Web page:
An international coalition piled pressure on Libyan leader Muammar Gaddafi on Tuesday to quit, pledging to continue military action against his forces until he complies with a United Nations resolution to protect civilians.
They also agreed at a one-day conference in London to set up a contact group to coordinate political efforts on Libya, which would hold its first meeting in Arab ally Qatar soon, and backed an offer by the Qatari government to sell oil produced in rebel-held parts of Libya to pay for humanitarian needs.
“We urge Gaddafi and his people to leave and not to pose any more bloodshed,” said Qatari Prime Minister Sheikh Hamad bin Jassim al-Thani, adding that the offer of an exit might only be on the table for a few days.
British Foreign Secretary William Hague told a final news conference that while Britain was not engaged in efforts to find somewhere for Gaddafi to go, others were free to do so.
Rebels fighting Gaddafi promised to build a free, democratic state if they won power in Tripoli.
British Prime Minister David Cameron, opening a conference of 40 governments and international bodies, accused Gaddafi’s supporters of conducting “murderous attacks” on people in Misrata, Libya’s third largest city.
United States Secretary of State Hillary Clinton said that coalition military strikes on Libya would continue until Gaddafi fully complied with UN demands to cease violence against civilians and pull forces out of occupied cities.
“All of us must continue to increase the pressure on and deepen the isolation of the Gaddafi regime through other means as well,” Clinton said.
“This includes a unified front of political and diplomatic pressure that makes clear to Gaddafi that he must go.”
The US ambassador to the United Nations, Susan Rice, said on ABC television that Washington had not ruled out arming the rebels, although no such decision had been made yet.
US officials say a UN Security Council resolution adopted this month would allow arming the rebels, but an Italian diplomatic source said any such move would require a new resolution backed by a broader international consensus.
Mahmoud Shammam, a spokesperson for the rebels in London, told Reuters: “We don’t have arms at all otherwise we would finish Gaddafi in a few days … We are asking for political support more than we are asking for arms, but if we get both that would be great.”
On Libya’s coastal strip, focus of fighting, Gaddafi’s better armed troops appeared to be reversing a recent westward charge by rebels who had taken advantage of coalition air strikes to seize a string of towns over the last week.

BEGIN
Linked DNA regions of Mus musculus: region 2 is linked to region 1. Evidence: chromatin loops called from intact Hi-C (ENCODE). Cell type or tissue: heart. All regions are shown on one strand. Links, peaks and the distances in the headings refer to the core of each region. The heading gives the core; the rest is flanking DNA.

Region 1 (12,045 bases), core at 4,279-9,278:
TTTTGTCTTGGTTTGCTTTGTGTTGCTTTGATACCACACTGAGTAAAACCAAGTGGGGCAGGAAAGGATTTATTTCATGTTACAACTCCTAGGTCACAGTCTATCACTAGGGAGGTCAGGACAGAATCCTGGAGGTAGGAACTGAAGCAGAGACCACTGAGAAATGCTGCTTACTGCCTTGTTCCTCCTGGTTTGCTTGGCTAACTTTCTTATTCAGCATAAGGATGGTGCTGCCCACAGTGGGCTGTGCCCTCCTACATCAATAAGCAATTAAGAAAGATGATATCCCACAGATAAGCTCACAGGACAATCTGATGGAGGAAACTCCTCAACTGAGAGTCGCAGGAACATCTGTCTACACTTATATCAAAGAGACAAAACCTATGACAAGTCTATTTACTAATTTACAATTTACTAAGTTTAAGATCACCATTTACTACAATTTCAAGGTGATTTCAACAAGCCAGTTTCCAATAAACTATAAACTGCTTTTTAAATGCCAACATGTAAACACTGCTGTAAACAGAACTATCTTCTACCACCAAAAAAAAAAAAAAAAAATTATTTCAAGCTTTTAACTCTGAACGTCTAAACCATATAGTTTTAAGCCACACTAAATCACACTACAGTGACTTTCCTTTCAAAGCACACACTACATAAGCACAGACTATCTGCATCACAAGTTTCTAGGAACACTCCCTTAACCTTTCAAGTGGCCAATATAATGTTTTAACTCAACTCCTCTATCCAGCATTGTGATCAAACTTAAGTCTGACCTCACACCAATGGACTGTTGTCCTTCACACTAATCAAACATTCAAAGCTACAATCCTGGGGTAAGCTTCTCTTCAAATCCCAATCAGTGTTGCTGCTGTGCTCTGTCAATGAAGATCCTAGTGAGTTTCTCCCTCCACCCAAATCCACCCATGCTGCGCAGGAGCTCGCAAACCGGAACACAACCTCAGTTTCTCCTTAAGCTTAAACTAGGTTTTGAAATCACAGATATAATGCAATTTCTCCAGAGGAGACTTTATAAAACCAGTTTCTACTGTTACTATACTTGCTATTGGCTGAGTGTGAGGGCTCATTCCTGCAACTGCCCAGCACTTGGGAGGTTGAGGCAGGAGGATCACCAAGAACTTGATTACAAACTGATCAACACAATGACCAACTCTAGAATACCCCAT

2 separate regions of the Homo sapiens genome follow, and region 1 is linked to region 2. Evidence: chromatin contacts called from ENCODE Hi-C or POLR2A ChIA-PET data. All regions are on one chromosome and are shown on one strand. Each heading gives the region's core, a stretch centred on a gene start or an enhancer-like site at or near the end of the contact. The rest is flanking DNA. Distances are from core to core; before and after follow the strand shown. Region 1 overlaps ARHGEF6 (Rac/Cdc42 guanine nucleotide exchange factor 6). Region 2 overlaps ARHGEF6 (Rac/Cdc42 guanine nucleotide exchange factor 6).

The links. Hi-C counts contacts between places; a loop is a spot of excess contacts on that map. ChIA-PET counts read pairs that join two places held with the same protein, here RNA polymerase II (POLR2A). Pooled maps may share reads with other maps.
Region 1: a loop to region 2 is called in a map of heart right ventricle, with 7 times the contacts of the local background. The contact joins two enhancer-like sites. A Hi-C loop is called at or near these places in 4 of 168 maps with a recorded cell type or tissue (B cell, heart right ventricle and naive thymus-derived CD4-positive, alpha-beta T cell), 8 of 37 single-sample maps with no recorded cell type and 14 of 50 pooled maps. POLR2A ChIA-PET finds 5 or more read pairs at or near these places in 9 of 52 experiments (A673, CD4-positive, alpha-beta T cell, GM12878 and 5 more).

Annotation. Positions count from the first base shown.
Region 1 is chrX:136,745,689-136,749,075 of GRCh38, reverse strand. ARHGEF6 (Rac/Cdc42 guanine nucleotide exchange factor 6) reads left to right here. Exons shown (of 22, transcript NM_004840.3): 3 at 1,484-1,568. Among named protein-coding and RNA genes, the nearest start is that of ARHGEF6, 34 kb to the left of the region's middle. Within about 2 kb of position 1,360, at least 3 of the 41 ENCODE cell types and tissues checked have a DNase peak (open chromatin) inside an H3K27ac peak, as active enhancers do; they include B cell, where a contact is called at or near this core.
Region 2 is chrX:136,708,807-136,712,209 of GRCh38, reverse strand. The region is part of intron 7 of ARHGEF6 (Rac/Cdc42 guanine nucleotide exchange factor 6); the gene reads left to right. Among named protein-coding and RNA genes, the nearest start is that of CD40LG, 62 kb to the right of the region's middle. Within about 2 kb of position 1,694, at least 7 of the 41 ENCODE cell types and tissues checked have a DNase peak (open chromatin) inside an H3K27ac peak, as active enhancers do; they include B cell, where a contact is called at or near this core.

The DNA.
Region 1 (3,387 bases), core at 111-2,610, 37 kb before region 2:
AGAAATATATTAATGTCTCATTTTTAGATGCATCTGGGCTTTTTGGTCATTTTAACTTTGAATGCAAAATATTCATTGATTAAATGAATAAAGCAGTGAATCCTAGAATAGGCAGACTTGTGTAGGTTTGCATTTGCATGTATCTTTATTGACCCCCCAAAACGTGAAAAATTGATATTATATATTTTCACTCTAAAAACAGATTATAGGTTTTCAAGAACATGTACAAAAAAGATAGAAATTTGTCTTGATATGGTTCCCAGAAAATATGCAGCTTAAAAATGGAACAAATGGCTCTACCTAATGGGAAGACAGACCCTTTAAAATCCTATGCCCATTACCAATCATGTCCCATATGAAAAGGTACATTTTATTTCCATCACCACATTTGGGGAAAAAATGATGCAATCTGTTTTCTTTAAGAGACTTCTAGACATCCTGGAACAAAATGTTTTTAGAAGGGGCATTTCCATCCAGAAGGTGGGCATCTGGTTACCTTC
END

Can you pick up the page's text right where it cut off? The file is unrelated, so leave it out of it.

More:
Gaddafi accused Western powers of massacres of Libyan civilians in alliance with rebels he said were al-Qaeda members.
Before the London conference, called to discuss current action against the Tripoli government and a post-Gaddafi era, the interim rebel National Council held out the prospect of a “modern, free and united state” if Gaddafi could be ousted.
Mahmoud Jebril, a leader of the Benghazi-based National Council, was in London for meetings with Cameron and Clinton, although the opposition did not attend the conference.
An eight-point Council statement said the oil-producing north African nation’s economy would be used for the benefit of all Libyans. It also said it would draft a national constitution allowing the formation of political parties and trades unions.
Its commitments included guaranteeing “every Libyan citizen, of statutory age, the right to vote in free and fair parliamentary elections and presidential elections, as well as the right to run for office”.
The US said it had apppointed veteran diplomat Chris Stevens as envoy to the interim administration in Benghazi and he would go there soon. France already has a special envoy on the ground liaising with the rebel leadership.
With Gaddafi loyalists pushing back against the rebels, Italy, the former colonial power in Libya, has put forward a proposal for a political deal to end the crisis. It features a quick ceasefire, exile for Gaddafi and dialogue between rebels and tribal leaders.
“There is a tacit agreement among everybody that the best thing would be for Gaddafi to go into exile, because the reason for continuing the war is the presence of Gaddafi,” the Italian source said.
He added that the African Union, which stayed away from Tuesday’s meeting to underline its neutrality, was the only body that could persuade Gaddafi to go into exile.
British Foreign Secretary William Hague also implied exile might be a way to take Gaddafi out of the picture and settle the six-week-old uprising against his four-decade rule.
“We want him to leave power and that’s what we’ve consistently said to the Libyan regime. We are not in control, of course, of where he might go,” Hague told the BBC, but he said Gaddafi should face the International Criminal Court.
Muslim NATO member Turkey, which initially opposed military action, wants a rapid ceasefire and a negotiated solution. Turkish Foreign Minister Ahmet Davutoglu attended the London conference after Turkey was not invited to the first meeting of the international coalition in Paris 10 days ago.
Some diplomats and analysts have suggested offering Gaddafi immunity from ICC prosecution and safe passage to a host country could be an incentive for him to go quickly.
Britain and France led the push for a muscular intervention in the Libyan conflict and coalition air strikes have helped rebels in the east of the country to advance; but questions remain about the end game in Libya.
The US has borne the brunt of military strikes so far but President Barack Obama announced on Monday that it would scale down involvement within days as the NATO defence alliance takes over full command of the operation.
Tuesday’s meeting, is expected to set up a high-level steering group, including Arab states, to provide political guidance for the international response to Libya. — Reuters